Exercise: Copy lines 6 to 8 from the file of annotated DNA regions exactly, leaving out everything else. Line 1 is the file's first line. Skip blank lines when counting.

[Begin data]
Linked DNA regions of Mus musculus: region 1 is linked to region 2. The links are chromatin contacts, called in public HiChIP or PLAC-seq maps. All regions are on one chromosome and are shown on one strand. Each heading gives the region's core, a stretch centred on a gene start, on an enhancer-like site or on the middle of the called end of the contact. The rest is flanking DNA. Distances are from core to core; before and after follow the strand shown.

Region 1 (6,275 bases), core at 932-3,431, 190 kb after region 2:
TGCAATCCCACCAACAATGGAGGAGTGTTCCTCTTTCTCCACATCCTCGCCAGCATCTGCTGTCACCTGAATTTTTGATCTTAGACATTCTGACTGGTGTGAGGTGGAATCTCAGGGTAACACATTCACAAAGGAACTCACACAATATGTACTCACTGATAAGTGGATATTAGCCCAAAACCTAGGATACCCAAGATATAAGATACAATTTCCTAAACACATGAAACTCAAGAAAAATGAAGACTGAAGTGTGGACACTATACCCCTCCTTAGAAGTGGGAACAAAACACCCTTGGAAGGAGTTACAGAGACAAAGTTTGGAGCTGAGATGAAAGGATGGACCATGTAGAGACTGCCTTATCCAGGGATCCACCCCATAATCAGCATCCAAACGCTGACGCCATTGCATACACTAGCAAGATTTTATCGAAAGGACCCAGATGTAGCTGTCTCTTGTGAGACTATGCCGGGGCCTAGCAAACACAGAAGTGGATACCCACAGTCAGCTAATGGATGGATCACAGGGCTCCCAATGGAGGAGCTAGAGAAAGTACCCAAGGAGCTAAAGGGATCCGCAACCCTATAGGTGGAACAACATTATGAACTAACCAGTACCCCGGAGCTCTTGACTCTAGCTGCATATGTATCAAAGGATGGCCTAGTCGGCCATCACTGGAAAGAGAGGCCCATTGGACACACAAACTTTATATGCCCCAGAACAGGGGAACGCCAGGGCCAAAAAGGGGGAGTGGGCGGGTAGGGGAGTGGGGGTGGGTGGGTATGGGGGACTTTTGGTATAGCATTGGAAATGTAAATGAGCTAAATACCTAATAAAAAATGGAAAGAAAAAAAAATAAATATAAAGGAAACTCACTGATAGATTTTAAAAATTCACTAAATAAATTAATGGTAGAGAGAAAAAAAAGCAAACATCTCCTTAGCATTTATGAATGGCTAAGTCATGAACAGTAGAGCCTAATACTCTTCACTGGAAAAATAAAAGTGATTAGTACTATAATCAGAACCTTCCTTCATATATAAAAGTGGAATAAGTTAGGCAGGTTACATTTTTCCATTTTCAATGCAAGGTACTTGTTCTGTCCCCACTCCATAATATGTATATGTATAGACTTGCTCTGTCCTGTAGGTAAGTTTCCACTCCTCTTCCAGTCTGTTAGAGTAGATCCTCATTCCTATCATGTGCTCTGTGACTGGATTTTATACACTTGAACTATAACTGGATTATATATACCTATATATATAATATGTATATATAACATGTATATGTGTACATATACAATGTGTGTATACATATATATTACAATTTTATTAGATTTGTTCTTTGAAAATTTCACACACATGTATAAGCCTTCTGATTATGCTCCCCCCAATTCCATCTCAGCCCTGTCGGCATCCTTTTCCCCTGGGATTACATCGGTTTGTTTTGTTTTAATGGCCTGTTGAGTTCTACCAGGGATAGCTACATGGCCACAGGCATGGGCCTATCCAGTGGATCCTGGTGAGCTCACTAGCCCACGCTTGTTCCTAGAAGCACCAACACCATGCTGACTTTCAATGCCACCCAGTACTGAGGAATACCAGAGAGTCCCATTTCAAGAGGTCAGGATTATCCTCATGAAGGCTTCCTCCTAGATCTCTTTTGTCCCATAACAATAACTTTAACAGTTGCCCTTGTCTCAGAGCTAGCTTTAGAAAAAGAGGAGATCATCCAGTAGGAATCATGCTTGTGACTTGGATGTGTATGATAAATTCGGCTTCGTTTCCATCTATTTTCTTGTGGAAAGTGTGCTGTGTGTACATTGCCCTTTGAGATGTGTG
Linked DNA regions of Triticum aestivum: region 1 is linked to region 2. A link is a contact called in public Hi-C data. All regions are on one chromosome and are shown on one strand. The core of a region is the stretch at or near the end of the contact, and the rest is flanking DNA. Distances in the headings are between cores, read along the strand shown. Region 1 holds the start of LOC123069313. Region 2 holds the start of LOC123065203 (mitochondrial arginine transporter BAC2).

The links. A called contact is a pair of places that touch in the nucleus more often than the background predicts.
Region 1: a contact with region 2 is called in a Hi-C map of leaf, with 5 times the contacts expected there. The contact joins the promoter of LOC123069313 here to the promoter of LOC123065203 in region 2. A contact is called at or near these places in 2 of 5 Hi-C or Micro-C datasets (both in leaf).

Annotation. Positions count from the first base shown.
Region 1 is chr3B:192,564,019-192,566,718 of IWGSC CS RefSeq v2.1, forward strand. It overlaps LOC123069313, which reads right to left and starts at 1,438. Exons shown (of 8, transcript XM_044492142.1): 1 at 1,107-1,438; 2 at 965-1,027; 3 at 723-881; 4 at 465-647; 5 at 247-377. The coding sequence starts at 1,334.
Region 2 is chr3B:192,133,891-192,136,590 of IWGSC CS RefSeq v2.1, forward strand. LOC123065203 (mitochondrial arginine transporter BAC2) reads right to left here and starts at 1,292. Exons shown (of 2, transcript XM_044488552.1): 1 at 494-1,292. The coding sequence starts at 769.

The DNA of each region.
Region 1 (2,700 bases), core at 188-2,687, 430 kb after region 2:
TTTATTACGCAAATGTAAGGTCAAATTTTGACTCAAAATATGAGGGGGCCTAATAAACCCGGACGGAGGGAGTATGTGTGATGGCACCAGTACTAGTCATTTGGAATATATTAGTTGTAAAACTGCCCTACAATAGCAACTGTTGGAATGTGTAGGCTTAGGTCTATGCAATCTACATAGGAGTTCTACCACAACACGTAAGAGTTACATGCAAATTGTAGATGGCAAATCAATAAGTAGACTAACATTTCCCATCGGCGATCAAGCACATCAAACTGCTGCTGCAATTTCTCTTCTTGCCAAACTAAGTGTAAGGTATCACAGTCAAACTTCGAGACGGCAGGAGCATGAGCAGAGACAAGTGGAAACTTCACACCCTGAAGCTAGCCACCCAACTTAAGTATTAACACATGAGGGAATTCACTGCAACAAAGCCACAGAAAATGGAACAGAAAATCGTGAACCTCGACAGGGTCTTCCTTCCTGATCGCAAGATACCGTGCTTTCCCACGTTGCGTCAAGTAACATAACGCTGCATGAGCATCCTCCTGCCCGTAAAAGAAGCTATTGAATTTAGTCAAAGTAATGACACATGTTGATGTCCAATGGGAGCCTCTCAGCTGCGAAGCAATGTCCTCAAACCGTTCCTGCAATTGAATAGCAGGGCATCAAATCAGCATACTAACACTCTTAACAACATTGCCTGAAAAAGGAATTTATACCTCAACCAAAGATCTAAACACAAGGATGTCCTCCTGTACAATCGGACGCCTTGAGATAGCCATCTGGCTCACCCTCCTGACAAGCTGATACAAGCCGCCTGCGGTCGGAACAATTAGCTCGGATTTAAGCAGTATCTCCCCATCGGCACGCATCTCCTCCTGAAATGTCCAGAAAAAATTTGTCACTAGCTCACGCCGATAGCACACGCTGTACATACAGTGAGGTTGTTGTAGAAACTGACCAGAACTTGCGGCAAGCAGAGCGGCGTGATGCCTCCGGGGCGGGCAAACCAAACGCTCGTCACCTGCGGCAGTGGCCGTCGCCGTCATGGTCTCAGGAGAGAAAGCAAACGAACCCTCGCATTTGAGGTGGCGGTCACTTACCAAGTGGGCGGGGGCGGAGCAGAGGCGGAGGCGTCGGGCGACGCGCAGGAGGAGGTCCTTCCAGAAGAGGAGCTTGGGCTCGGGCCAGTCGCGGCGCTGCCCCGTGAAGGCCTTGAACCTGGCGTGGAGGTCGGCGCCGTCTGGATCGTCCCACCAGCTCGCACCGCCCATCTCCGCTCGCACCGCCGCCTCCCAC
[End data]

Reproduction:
Region 1: a contact with region 2 is called in a Hi-C map of leaf, with 5 times the contacts expected there. The contact joins the promoter of LOC123069313 here to the promoter of LOC123065203 in region 2. A contact is called at or near these places in 2 of 5 Hi-C or Micro-C datasets (both in leaf).

Annotation. Positions count from the first base shown.
Region 1 is chr3B:192,564,019-192,566,718 of IWGSC CS RefSeq v2.1, forward strand. It overlaps LOC123069313, which reads right to left and starts at 1,438. Exons shown (of 8, transcript XM_044492142.1): 1 at 1,107-1,438; 2 at 965-1,027; 3 at 723-881; 4 at 465-647; 5 at 247-377. The coding sequence starts at 1,334.